Such was the scene two weeks ago, but it's one that repeats every weekend, especially in North Beach, SOMA, and Fisherman's Wharf. It's also illegal.
By California law, all limos must prearrange each trip and carry a waybill detailing pickup and destination points. But any cab driver knows that not all of the approximately 200 licensed limos in S.F. play by the rules. Not only do the limos siphon off approximately 10 percent of cab business, they say, but stretch drivers rip off passengers themselves.
"These guys are dangerous. I wouldn't ride half a block, especially as a woman," says 15-year cabby Mary McGuire, who once picked up a passenger who'd had a gun turned on him by a limo driver.
Even the legitimate limo companies complain that the gypsy limos hurt their business. "They've been around since time beginning," says Airport Meridian owner Marie Davis, who estimates that roughly 100 hustlers work downtown and another 20 at SFO. "I sometimes lose 10 rides a day at the airport."
The SFPD Taxicab Commission's Sgt. Terry Collins doesn't mention firearms like McGuire, but he says a number of reports do involve fraud and extortion. Collins recalls a month-old sexual harassment incident and another, more disturbing crime that bolsters McGuire's claims that limos offer little protection for women riders.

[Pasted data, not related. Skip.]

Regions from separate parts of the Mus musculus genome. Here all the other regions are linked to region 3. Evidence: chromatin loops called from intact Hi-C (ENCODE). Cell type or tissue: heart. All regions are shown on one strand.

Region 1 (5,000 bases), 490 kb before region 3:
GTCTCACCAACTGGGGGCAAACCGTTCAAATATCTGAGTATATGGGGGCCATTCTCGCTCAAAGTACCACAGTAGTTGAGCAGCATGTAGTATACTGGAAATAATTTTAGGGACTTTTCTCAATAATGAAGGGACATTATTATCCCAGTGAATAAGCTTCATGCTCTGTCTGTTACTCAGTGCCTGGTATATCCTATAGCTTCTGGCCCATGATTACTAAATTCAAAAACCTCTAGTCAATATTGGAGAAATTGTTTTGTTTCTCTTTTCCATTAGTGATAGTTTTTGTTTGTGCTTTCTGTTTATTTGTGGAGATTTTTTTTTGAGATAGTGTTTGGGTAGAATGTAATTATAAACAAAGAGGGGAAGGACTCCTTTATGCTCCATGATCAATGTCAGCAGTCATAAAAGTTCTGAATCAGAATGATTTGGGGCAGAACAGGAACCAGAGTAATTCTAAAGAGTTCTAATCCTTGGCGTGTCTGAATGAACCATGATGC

Collins says that about a year-and-a-half ago a driver picked up a few women on Union Street. (Collins would not release names.) It was late, and all of them were wasted. One by one, the driver dropped off each woman.
But the last one didn't make it home that night.
"She woke up the next morning in the back of the cab [of the limo] with her underwear around her ankles," says Collins.
Worse, when she reported the sexual assault to the police, she couldn't remember what the driver looked like, or the make or model of the vehicle.
"When you get into a cab, it is well-marked with tags and color schemes," says Collins. "If there is a problem, we have an idea who we're going after."
Not so with limos, which come in two more or less anonymous hues: black and white.
Taxi drivers add that the riders can't tell whether or not a limo operator is insured or even if he has the proper licenses. Those concerns might be genuine, but the primary cause for alarm among most cabbies is the drain on their wallets. McGuire and her compatriots pay up to $90 in gate fees, the cost of renting a medallion from a taxi company for a single shift. Limo operators, on the other hand, shell out only a one-time $500 fee to the state Public Utilities Commission (PUC) for a three-year Transportation Charter Party (TCP) permit.
"This has been simmering in the [taxi] industry for years," says Mark Gruberg, a board member of United Taxicab Workers (UTW) and a Yellow Cab driver. "It has erupted at times, but it doesn't go away."